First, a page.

The abrupt firing of New York Times executive editor Jill Abramson was about her management style and not a disagreement over pay, publisher Arthur Sulzberger Jr. told staff Thursday.
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Executive Editor of The New York Times Jill Abramson attends the WIRED Business Conference: Think Bigger on May 7, 2013 in New York City.
The memo came after a piece by New Yorker author Ken Auletta alleged that a blowup after Abramson confronted management about getting paid less than her male predecessors lead to the ouster. Sulzberger declared the rampant media speculation that followed "simply not true."
"Compensation played no part whatsoever in my decision that Jill could not remain as executive editor," wrote Sulzberger in a staff memo obtained by NBC News.
"The reason – the only reason – for that decision was concerns I had about some aspects of Jill’s management of our newsroom, which I had previously made clear to her, both face-to-face and in my annual assessment," he continued.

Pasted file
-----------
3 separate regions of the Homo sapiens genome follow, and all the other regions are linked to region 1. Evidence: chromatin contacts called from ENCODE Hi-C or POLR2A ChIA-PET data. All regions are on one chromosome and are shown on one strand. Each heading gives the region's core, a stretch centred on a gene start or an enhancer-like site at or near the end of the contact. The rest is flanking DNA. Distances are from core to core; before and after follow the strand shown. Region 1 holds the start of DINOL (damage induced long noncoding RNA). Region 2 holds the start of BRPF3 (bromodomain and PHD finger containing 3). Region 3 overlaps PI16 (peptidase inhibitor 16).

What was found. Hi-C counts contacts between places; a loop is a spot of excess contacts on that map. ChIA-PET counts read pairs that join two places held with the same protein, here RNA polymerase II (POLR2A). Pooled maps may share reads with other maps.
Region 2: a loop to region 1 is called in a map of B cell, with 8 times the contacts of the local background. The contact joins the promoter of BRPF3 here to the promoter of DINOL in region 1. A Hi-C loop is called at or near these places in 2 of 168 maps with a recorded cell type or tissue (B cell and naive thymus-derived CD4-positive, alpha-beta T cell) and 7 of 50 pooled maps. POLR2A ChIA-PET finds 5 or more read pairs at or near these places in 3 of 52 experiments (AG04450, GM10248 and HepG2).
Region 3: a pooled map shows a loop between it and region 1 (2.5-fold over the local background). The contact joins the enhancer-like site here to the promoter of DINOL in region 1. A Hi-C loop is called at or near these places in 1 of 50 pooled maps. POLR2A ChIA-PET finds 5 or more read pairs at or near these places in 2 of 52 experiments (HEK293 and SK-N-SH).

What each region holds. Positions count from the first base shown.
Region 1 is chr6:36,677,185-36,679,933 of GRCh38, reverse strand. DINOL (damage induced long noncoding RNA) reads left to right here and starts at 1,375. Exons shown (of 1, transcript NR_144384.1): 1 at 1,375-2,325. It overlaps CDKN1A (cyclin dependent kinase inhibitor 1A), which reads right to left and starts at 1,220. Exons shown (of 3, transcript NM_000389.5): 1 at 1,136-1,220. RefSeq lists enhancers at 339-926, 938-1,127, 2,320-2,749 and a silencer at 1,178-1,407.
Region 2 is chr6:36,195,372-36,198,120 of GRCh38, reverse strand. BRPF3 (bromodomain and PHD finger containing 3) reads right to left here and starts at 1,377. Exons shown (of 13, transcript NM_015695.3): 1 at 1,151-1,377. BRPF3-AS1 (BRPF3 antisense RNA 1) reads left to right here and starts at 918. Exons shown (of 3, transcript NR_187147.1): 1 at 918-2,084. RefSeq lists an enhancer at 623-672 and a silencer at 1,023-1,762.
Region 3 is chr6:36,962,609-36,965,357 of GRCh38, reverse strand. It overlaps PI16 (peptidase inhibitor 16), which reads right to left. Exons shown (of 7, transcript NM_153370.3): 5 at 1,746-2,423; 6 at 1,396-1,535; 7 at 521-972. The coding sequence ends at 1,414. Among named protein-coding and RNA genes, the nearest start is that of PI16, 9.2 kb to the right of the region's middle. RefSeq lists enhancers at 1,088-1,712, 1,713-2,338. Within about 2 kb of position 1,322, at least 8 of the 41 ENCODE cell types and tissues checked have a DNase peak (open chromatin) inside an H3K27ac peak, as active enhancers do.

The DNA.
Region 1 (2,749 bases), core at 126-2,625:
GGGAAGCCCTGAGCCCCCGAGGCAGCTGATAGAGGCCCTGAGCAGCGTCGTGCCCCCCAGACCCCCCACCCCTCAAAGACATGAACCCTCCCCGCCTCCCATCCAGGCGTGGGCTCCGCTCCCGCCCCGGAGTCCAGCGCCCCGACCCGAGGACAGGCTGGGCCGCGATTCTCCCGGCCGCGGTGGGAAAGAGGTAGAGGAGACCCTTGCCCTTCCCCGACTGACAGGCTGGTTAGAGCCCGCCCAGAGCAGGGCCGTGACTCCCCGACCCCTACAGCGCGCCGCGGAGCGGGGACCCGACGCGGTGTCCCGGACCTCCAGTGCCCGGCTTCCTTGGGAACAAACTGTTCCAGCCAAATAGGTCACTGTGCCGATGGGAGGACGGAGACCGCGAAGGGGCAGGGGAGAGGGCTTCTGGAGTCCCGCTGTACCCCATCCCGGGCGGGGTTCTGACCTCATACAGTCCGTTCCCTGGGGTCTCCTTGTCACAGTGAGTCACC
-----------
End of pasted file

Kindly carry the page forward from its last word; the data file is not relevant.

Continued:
Abramson was the first female executive editor of the New York Times. Sulzberger noted that her total compensation package was 10 percent higher than what Bill Keller, whom she replaced, received in his final year of service. It was also higher than his total package in any previous year, said Sulzberger.
The total compensation package for executives includes salary, bonus, and equity or stock, said Times spokeswoman Eileen Murphy. She did not provide information about Keller's base pay vs. Abramson's, however.
First published May 15 2014, 11:58 AM
Email firstname.lastname@example.org. Twitter: @bpopken. Senior staff writer responsible for consumer and travel reporting for NBCNews.com. Popken was the managing editor of Consumerist.com, published by Consumer Reports, prior to joining NBC full-time in 2013. He lives in Brooklyn, NY.
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